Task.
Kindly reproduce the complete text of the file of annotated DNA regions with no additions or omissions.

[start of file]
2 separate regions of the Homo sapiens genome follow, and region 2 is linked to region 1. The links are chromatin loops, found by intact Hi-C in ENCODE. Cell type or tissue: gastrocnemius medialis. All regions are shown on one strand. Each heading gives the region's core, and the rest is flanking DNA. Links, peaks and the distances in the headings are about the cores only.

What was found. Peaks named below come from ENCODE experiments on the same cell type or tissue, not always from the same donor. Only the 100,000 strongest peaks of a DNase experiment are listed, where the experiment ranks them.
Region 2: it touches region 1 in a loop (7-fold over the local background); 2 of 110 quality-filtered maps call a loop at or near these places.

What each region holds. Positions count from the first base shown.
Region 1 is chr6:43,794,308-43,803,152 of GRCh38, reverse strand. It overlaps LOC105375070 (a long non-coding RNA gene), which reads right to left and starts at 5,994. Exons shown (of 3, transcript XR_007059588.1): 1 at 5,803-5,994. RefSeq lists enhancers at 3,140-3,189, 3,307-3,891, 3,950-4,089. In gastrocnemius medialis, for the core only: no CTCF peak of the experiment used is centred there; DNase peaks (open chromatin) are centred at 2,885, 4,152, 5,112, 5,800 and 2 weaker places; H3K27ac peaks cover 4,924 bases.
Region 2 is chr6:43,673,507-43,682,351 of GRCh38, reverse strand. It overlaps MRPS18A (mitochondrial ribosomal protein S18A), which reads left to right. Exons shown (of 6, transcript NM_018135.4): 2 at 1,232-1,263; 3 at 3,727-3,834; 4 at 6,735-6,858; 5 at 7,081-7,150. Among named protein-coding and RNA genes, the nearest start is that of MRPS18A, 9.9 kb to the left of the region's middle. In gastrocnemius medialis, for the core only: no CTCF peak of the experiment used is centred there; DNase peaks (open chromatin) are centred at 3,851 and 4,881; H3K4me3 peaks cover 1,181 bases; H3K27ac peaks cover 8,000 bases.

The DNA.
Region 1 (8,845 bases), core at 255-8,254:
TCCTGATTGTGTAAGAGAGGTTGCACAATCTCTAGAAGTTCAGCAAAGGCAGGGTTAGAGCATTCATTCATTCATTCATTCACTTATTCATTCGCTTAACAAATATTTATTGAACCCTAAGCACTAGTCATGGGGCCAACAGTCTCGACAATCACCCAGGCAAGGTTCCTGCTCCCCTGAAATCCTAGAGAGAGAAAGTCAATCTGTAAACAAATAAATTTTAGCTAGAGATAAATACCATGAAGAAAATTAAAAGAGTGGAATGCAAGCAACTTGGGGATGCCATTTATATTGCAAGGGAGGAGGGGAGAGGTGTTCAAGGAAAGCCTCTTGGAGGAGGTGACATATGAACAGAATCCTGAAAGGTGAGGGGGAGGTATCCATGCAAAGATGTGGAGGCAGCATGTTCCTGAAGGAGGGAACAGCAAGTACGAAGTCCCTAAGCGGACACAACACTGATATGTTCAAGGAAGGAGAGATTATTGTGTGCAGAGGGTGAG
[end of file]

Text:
2 separate regions of the Homo sapiens genome follow, and region 2 is linked to region 1. The links are chromatin loops, found by intact Hi-C in ENCODE. Cell type or tissue: gastrocnemius medialis. All regions are shown on one strand. Each heading gives the region's core, and the rest is flanking DNA. Links, peaks and the distances in the headings are about the cores only.

What was found. Peaks named below come from ENCODE experiments on the same cell type or tissue, not always from the same donor. Only the 100,000 strongest peaks of a DNase experiment are listed, where the experiment ranks them.
Region 2: it touches region 1 in a loop (7-fold over the local background); 2 of 110 quality-filtered maps call a loop at or near these places.

What each region holds. Positions count from the first base shown.
Region 1 is chr6:43,794,308-43,803,152 of GRCh38, reverse strand. It overlaps LOC105375070 (a long non-coding RNA gene), which reads right to left and starts at 5,994. Exons shown (of 3, transcript XR_007059588.1): 1 at 5,803-5,994. RefSeq lists enhancers at 3,140-3,189, 3,307-3,891, 3,950-4,089. In gastrocnemius medialis, for the core only: no CTCF peak of the experiment used is centred there; DNase peaks (open chromatin) are centred at 2,885, 4,152, 5,112, 5,800 and 2 weaker places; H3K27ac peaks cover 4,924 bases.
Region 2 is chr6:43,673,507-43,682,351 of GRCh38, reverse strand. It overlaps MRPS18A (mitochondrial ribosomal protein S18A), which reads left to right. Exons shown (of 6, transcript NM_018135.4): 2 at 1,232-1,263; 3 at 3,727-3,834; 4 at 6,735-6,858; 5 at 7,081-7,150. Among named protein-coding and RNA genes, the nearest start is that of MRPS18A, 9.9 kb to the left of the region's middle. In gastrocnemius medialis, for the core only: no CTCF peak of the experiment used is centred there; DNase peaks (open chromatin) are centred at 3,851 and 4,881; H3K4me3 peaks cover 1,181 bases; H3K27ac peaks cover 8,000 bases.

The DNA.
Region 1 (8,845 bases), core at 255-8,254:
TCCTGATTGTGTAAGAGAGGTTGCACAATCTCTAGAAGTTCAGCAAAGGCAGGGTTAGAGCATTCATTCATTCATTCATTCACTTATTCATTCGCTTAACAAATATTTATTGAACCCTAAGCACTAGTCATGGGGCCAACAGTCTCGACAATCACCCAGGCAAGGTTCCTGCTCCCCTGAAATCCTAGAGAGAGAAAGTCAATCTGTAAACAAATAAATTTTAGCTAGAGATAAATACCATGAAGAAAATTAAAAGAGTGGAATGCAAGCAACTTGGGGATGCCATTTATATTGCAAGGGAGGAGGGGAGAGGTGTTCAAGGAAAGCCTCTTGGAGGAGGTGACATATGAACAGAATCCTGAAAGGTGAGGGGGAGGTATCCATGCAAAGATGTGGAGGCAGCATGTTCCTGAAGGAGGGAACAGCAAGTACGAAGTCCCTAAGCGGACACAACACTGATATGTTCAAGGAAGGAGAGATTATTGTGTGCAGAGGGTGAG